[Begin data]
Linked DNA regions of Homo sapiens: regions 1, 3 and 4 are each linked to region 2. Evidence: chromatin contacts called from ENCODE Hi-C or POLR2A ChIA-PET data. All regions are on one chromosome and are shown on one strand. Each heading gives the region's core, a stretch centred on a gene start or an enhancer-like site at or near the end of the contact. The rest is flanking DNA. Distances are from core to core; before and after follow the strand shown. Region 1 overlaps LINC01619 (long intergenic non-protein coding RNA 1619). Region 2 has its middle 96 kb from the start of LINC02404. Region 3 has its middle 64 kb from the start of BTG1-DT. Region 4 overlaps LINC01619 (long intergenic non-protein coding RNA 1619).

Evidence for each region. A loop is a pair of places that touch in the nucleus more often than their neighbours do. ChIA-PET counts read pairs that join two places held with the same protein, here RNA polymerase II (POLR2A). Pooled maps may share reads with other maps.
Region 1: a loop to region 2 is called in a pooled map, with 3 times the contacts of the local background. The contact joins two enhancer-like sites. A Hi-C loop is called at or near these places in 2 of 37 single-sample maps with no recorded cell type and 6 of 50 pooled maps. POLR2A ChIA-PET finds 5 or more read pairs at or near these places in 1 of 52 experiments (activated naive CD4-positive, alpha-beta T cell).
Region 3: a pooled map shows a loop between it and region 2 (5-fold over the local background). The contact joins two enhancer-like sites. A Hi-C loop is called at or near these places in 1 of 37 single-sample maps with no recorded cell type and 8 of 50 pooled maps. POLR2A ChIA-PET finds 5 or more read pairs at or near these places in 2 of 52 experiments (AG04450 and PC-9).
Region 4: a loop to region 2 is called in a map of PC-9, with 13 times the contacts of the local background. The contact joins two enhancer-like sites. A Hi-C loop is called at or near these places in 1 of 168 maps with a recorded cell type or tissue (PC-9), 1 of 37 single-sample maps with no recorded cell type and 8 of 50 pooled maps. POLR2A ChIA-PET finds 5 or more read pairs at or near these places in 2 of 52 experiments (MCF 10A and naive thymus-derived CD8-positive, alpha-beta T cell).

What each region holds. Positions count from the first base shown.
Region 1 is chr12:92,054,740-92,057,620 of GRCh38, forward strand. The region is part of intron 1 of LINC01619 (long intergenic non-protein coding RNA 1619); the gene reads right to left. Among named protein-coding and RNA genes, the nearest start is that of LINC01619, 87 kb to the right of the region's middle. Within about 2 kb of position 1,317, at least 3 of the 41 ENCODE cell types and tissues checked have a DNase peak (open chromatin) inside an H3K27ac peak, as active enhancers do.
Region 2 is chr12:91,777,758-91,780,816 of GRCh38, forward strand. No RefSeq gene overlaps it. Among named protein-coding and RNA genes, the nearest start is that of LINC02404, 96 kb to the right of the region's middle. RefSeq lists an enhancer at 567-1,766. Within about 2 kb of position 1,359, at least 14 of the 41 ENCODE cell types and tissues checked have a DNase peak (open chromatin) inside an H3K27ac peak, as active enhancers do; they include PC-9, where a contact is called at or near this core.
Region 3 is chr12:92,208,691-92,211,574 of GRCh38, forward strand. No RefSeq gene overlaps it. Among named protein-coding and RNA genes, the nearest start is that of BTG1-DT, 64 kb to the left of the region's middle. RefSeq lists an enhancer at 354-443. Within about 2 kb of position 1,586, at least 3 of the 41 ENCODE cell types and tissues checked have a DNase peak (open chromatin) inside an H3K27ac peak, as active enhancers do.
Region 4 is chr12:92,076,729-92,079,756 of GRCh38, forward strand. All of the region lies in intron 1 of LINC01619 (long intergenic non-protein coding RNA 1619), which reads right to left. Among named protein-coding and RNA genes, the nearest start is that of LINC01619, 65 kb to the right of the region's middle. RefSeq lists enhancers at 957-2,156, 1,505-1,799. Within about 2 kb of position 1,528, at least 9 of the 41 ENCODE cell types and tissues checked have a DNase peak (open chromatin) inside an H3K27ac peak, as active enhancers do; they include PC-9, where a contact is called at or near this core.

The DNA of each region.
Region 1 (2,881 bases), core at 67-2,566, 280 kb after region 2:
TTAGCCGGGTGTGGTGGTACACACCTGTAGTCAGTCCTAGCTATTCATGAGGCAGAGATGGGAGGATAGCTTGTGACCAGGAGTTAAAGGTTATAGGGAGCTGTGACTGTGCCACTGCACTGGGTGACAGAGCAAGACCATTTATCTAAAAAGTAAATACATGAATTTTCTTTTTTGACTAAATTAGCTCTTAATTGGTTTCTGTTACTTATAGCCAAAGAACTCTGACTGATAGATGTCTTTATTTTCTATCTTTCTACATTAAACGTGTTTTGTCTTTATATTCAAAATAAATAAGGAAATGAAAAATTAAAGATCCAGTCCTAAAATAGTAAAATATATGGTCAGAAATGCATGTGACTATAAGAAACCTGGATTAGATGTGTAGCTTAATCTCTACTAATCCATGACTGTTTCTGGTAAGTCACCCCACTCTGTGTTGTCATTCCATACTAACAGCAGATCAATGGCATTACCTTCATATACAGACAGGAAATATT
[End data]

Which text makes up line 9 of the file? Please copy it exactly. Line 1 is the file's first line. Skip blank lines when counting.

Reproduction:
Region 3 is chr12:92,208,691-92,211,574 of GRCh38, forward strand. No RefSeq gene overlaps it. Among named protein-coding and RNA genes, the nearest start is that of BTG1-DT, 64 kb to the left of the region's middle. RefSeq lists an enhancer at 354-443. Within about 2 kb of position 1,586, at least 3 of the 41 ENCODE cell types and tissues checked have a DNase peak (open chromatin) inside an H3K27ac peak, as active enhancers do.